Home printers are capable of printing just about anything you could possibly need. However, understanding how to pick a printer may be difficult, especially with the wide variety of alternatives available on the market. Our quick shopping guide for choosing a home printer is designed to assist you in your selection process by providing you with some top tips.
Laser or Inkjet Printers?
The first and most important question to ask yourself while shopping for a printer is how much and what exactly you want to print. Laser printers employ toner, a form of ink dust that adheres to paper for fast results and economical resource usage. In contrast, inkjet printers use ink cartridges that are applied wet to paper and quickly dry.
Laser printers offer high-yield toner cartridges that can print from 3,000 and 20,000 pages before needing replacement. Cartridges for inkjet printers can last anywhere from 2,000 to 2,500 pages before needing replacement. If you don’t print a lot or regularly, this isn’t as crucial, but if you do, or if you’re buying for an office, it may make a big difference.
Almost all printers these days come with a variety of connection options. While basic Wi-Fi and cloud printing connectivity are now expected, other forms of connections may be more beneficial depending on the project.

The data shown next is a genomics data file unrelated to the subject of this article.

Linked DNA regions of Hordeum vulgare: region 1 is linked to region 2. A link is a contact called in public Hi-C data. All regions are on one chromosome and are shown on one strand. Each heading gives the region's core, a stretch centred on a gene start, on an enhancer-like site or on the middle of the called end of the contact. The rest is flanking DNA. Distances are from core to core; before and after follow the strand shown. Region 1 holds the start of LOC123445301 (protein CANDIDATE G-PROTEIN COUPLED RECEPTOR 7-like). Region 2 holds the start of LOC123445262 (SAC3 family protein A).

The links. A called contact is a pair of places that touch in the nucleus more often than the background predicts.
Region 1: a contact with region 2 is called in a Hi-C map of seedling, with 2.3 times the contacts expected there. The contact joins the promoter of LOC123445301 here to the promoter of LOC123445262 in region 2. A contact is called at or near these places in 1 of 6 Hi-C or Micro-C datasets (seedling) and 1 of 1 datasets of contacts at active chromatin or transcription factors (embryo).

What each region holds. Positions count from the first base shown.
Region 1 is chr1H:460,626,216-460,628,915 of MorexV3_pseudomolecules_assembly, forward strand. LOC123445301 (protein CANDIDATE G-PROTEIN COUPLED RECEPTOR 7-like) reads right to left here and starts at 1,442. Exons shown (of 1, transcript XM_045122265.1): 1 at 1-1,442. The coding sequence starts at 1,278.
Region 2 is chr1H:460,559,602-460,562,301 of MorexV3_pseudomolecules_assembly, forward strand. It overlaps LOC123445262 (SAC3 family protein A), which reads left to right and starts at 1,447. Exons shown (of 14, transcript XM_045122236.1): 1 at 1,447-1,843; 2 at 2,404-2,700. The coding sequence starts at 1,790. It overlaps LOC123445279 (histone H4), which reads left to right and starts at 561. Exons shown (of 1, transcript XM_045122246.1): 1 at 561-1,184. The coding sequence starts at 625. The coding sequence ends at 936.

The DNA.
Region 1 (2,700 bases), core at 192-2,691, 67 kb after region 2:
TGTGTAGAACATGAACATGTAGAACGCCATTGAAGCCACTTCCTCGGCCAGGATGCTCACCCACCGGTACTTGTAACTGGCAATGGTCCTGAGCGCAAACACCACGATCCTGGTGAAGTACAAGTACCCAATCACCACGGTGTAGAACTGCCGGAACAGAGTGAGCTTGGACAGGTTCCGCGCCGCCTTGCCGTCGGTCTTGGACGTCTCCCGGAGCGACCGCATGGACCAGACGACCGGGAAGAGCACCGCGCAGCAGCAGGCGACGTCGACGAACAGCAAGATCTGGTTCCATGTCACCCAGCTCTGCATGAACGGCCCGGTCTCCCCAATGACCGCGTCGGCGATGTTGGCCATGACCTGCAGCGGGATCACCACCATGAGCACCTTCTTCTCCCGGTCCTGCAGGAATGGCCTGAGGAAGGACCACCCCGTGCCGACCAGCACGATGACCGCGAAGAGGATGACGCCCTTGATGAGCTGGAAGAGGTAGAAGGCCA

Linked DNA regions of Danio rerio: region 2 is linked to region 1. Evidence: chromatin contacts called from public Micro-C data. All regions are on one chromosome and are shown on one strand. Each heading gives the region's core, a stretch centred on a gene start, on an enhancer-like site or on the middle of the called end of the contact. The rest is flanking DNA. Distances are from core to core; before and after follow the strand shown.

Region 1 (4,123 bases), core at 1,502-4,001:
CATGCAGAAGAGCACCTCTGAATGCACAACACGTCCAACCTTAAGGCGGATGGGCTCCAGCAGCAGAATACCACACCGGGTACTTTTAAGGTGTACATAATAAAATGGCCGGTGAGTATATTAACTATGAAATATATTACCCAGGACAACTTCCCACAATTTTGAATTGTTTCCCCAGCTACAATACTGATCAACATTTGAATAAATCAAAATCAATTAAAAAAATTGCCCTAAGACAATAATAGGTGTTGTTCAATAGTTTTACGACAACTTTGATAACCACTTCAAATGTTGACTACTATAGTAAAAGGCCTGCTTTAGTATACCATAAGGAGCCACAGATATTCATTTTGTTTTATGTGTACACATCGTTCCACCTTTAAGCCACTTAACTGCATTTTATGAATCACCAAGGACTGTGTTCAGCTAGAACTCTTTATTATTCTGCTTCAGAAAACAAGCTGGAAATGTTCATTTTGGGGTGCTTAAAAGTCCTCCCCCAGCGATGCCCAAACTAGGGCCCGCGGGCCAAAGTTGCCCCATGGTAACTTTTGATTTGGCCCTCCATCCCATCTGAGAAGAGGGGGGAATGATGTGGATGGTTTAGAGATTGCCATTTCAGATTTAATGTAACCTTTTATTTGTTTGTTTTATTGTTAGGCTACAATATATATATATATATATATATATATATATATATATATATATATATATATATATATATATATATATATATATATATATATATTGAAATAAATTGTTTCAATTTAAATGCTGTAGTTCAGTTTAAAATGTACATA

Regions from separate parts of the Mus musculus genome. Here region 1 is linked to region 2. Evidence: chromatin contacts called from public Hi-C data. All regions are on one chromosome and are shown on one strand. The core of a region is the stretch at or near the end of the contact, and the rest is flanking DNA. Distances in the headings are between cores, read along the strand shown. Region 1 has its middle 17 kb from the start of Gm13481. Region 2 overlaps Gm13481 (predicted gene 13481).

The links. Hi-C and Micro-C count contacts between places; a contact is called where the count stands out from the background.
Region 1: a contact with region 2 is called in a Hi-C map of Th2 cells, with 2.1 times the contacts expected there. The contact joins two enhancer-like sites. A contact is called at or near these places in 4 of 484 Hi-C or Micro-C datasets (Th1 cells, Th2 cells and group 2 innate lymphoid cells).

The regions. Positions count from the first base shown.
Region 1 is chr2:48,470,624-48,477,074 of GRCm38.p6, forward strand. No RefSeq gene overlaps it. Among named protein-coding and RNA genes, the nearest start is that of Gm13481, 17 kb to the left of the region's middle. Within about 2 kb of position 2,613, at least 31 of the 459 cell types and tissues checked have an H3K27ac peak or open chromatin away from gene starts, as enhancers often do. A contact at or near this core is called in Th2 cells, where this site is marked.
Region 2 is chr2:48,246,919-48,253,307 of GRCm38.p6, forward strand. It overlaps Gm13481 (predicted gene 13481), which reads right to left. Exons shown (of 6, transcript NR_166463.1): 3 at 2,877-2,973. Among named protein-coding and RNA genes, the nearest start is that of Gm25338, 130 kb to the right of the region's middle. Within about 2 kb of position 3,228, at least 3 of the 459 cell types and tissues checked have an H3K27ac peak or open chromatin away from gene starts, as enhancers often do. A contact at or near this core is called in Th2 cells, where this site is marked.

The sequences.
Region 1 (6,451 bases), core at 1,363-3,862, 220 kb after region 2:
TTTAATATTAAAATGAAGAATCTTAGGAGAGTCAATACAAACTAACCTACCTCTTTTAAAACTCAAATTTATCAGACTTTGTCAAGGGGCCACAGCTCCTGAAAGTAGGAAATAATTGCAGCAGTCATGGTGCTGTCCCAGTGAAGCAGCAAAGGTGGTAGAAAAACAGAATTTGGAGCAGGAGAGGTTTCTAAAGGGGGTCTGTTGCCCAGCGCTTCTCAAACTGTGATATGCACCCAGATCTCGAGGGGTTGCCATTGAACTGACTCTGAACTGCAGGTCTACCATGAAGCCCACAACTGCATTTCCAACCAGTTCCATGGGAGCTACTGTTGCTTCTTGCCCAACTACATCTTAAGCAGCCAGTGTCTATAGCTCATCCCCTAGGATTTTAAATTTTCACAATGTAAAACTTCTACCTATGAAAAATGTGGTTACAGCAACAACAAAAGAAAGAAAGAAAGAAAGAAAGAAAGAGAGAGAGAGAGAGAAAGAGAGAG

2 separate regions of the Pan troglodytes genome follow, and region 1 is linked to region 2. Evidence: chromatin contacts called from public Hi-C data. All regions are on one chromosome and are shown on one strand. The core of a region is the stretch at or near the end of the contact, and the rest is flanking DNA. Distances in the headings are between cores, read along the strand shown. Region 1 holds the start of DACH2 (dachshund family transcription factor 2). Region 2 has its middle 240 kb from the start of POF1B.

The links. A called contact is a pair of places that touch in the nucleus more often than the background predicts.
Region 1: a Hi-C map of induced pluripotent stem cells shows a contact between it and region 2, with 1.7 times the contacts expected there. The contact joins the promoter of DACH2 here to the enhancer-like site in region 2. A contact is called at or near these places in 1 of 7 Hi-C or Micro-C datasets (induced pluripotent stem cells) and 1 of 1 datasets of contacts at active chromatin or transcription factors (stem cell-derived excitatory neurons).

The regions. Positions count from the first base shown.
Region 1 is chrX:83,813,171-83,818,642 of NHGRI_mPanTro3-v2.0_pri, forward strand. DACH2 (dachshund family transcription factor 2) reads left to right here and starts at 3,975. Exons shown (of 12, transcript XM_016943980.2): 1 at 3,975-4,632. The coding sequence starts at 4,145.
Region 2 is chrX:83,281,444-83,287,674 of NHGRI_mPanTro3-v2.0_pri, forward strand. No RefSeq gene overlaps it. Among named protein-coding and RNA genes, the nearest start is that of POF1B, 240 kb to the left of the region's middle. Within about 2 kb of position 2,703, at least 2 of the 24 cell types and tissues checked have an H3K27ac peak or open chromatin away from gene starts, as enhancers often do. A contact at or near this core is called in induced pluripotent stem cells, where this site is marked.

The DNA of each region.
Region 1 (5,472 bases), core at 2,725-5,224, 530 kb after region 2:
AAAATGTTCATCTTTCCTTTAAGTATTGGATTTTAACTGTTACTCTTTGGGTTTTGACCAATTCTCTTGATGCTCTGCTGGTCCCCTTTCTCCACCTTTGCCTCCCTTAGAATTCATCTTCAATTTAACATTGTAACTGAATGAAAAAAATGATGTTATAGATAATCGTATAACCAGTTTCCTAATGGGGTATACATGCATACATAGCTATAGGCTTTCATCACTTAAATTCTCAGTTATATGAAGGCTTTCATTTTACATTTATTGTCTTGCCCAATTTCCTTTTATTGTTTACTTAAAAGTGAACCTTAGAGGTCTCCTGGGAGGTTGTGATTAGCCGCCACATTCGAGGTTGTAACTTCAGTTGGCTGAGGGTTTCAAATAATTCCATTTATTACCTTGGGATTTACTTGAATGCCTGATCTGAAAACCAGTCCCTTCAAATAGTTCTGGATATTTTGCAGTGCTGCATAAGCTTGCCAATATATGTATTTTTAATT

- Wi-Fi – A wireless printer is built to function with your Wi-Fi network right out of the box. During the setup process, you’ll supply your Wi-Fi details so the printer can connect to your home network. Using a computer, phone, or other devices with software downloaded, you may print straight to the printer without using a cable. It’s a great alternative for small-scale DIY tasks around the house. Remote printing to an office is also possible with Wi-Fi connections, which is critical for working from home.
- USB – Printing through USB is quite common, and typically the USB-A connector is standard. The printer’s menu screen lets you print files straight from external hard drives and other devices that are connected to the printer’s network port. If you don’t want to utilise your computer as a middleman, this is a good option. Be aware that most home printers do not currently support USB-C connections.
- Ethernet – Additionally, printers may be outfitted with Ethernet connection ports. This allows for wired Internet connectivity. However, printer data requirements today are rather simple, and a wired Ethernet connection is rarely required for a home printer. However, it can be more useful in office settings.